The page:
“It’s home for us,” Stoner says. “It’s what we know and it’s putting us back in our comfort zone. The challenge for me was leaving Australia at 14 years old and then staying overseas for the last 13 or 14 years.”
Unlike many of the aspiring V8 Supercar drivers he’s racing, Stoner has the luxury of treating his four-wheeled career as a hobby. But don’t be fooled into thinking he’s taking it less seriously than anyone else. If he’s made a commitment, he puts everything into it and takes it to heart when things don’t go to plan. Lowly finishes in Perth cast a negative light in his mind, but it was only his second car event and his lap times were frequently on a par with those in the top 10.
Stoner’s natural talent and ability are already apparent, but he’s still going through the learning process of how to race in such an aggressive, panel-bashing category, as well as understanding the car and how to communicate what he’s feeling to his engineers, something that came so easily on a motorbike.
This is where Russell can help. Before his days of touring cars and a two-year excursion into endurance racing with BMW in the late 1990s, his career started with the Williams F1 team, where he quickly worked his way up to race engineer. By his own admission, he was the “greenest guy in the pitlane”.
“I was very, very lucky that I worked initially with Riccardo Patrese, a driver of great experience and patience,” he says.
It was more than 20 years ago that the Australian Touring Car Championship, as it was then called, first caught Russell’s eye. “This is a true story,” he says. “The first time I came to Australia was in 1991, for the Grand Prix in Adelaide. That’s when I saw the V8s and decided I was going to come back and do that when I got to the twilight of what I wanted to do in Europe.”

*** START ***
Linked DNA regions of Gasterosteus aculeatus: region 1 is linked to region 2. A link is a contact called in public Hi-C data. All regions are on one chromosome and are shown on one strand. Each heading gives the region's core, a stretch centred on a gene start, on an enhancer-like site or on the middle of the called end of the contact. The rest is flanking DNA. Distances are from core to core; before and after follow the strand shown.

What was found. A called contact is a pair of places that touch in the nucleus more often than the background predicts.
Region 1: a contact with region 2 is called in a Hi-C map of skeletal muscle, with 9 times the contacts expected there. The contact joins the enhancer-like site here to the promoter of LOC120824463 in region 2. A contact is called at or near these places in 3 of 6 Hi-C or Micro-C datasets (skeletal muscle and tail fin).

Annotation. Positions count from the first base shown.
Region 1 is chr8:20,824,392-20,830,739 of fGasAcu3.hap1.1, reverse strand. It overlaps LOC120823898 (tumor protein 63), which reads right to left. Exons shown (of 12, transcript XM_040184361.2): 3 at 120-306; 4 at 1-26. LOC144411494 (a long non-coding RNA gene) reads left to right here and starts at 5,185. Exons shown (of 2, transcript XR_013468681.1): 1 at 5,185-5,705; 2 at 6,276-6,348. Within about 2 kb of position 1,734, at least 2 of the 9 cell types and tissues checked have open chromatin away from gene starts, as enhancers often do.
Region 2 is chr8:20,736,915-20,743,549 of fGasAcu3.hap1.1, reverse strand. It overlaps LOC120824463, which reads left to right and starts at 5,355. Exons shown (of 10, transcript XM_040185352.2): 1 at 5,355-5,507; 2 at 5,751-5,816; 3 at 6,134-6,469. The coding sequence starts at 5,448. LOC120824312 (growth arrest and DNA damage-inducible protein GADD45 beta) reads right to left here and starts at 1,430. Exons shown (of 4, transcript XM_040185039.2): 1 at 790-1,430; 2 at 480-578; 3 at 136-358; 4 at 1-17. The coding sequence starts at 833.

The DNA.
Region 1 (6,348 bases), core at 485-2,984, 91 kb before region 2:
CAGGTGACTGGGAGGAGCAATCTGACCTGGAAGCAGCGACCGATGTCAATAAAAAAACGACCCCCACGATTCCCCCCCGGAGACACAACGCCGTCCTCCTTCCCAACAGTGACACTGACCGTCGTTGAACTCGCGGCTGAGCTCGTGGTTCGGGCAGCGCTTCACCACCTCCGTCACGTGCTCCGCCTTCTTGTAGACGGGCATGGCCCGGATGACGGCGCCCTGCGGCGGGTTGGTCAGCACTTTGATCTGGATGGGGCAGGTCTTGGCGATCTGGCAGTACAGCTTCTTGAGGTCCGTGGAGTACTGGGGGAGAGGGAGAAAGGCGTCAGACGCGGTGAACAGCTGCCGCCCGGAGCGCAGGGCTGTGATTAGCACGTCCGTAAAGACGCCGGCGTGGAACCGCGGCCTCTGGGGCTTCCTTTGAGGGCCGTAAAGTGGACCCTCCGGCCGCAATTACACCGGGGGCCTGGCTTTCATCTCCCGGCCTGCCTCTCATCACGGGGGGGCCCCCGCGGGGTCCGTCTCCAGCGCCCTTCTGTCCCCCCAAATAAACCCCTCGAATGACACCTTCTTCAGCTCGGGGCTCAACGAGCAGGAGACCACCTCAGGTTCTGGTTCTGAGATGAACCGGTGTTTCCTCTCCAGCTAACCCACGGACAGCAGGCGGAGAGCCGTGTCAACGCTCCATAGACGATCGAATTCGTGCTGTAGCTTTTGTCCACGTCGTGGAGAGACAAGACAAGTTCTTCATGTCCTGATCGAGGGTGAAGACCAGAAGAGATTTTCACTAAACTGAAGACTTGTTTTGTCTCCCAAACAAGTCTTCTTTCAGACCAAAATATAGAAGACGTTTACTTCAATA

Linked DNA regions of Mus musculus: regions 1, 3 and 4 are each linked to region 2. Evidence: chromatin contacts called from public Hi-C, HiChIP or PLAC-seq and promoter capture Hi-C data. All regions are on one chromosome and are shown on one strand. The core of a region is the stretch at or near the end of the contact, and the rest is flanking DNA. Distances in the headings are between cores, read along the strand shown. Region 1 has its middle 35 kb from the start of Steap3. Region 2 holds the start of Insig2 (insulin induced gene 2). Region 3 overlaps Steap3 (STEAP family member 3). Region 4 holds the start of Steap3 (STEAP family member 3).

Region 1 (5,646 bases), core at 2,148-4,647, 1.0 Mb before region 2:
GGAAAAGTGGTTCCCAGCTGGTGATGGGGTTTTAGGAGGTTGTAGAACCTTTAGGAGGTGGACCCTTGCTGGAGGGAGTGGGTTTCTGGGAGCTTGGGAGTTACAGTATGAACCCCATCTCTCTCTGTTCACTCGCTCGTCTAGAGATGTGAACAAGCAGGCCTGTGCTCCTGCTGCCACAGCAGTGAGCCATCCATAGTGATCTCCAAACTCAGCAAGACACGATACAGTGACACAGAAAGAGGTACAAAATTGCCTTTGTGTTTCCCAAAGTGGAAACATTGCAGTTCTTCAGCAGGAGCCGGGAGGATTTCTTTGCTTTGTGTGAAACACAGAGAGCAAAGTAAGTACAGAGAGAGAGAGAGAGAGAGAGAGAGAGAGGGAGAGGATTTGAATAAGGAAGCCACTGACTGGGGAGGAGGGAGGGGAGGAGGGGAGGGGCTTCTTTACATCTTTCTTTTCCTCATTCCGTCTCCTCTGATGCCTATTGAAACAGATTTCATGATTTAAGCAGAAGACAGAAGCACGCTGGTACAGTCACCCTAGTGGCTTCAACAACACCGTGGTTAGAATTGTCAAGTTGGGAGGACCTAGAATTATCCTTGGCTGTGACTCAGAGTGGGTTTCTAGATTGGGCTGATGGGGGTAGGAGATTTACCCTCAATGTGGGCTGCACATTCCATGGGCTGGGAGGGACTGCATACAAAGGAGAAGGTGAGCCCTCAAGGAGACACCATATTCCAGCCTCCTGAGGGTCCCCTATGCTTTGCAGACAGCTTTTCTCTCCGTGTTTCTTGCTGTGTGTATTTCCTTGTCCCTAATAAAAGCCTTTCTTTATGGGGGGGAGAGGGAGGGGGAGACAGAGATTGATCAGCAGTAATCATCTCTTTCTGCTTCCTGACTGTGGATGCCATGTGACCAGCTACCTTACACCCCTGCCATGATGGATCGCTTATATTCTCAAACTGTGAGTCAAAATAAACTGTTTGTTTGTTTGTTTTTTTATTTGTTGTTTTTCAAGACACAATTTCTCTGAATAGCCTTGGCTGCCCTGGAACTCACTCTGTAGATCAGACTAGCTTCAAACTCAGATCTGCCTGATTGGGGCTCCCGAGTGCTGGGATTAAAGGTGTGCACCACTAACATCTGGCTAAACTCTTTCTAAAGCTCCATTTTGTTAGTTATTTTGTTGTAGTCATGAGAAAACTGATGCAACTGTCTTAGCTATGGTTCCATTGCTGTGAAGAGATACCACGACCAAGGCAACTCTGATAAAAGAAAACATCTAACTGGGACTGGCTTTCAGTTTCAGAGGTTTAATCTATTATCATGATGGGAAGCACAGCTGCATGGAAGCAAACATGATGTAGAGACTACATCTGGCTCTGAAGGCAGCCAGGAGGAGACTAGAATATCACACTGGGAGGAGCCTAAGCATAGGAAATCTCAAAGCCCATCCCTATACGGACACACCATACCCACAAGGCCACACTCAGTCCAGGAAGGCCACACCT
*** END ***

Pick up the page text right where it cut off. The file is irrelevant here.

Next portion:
After stints with two other V8 Supercar teams and a brief return to Williams, Russell joined Triple Eight Australia in 2011 and was “press ganged” into heading up the team’s first Development Series entry. Success in the main series has carried over, too: it won the junior title in 2011 and finished second last year.
Now the roles are reversed and Stoner finds himself in Russell’s former position as the greenest man in a fresh discipline.
Perched outside the truck into which Stoner’s number 27 – of course – Holden Commodore is about to be loaded for the five-day drive back from Perth to Brisbane, talk turns to what Russell initially found challenging about these tricky tin-tops. The transition between a sleek, comparatively featherweight F1 car and a V8’s sheer heft came with its obstacles, even for a mind such as his.
“The V8 Supercar is slightly unusual,” he says. “From an engineering point of view, Europeans have come over here and thought, ‘Blimey, it’s a bit heavy’, but the weight’s there for a reason. It’s sort of halfway between a rally and a race car in terms of what you consider engineering design. Because of the tracks we go to – Bathurst generates some big loads, while drivers jump kerbs at street circuits such as Adelaide – the cars need to be safe and reliable while coping with the impacts, so the design philosophy differs from what I knew. The cars are fickle to drive, too. The same tyre fitment is used front and rear, so there are limitations in terms of its ability to brake and turn.”
Stoner chimes in: “All the things JR says are challenges for me, but perhaps more so. He hails from a four-wheeled background and you have to think outside the box with these cars.
“I’m quite fresh to four wheels, so it’s a matter of getting used to the braking, the understeer, inducing oversteer and all the different things to make it work. You basically can’t have a balanced car – you have one strength or another and must deal with the weaknesses. They’re peculiar cars in general.”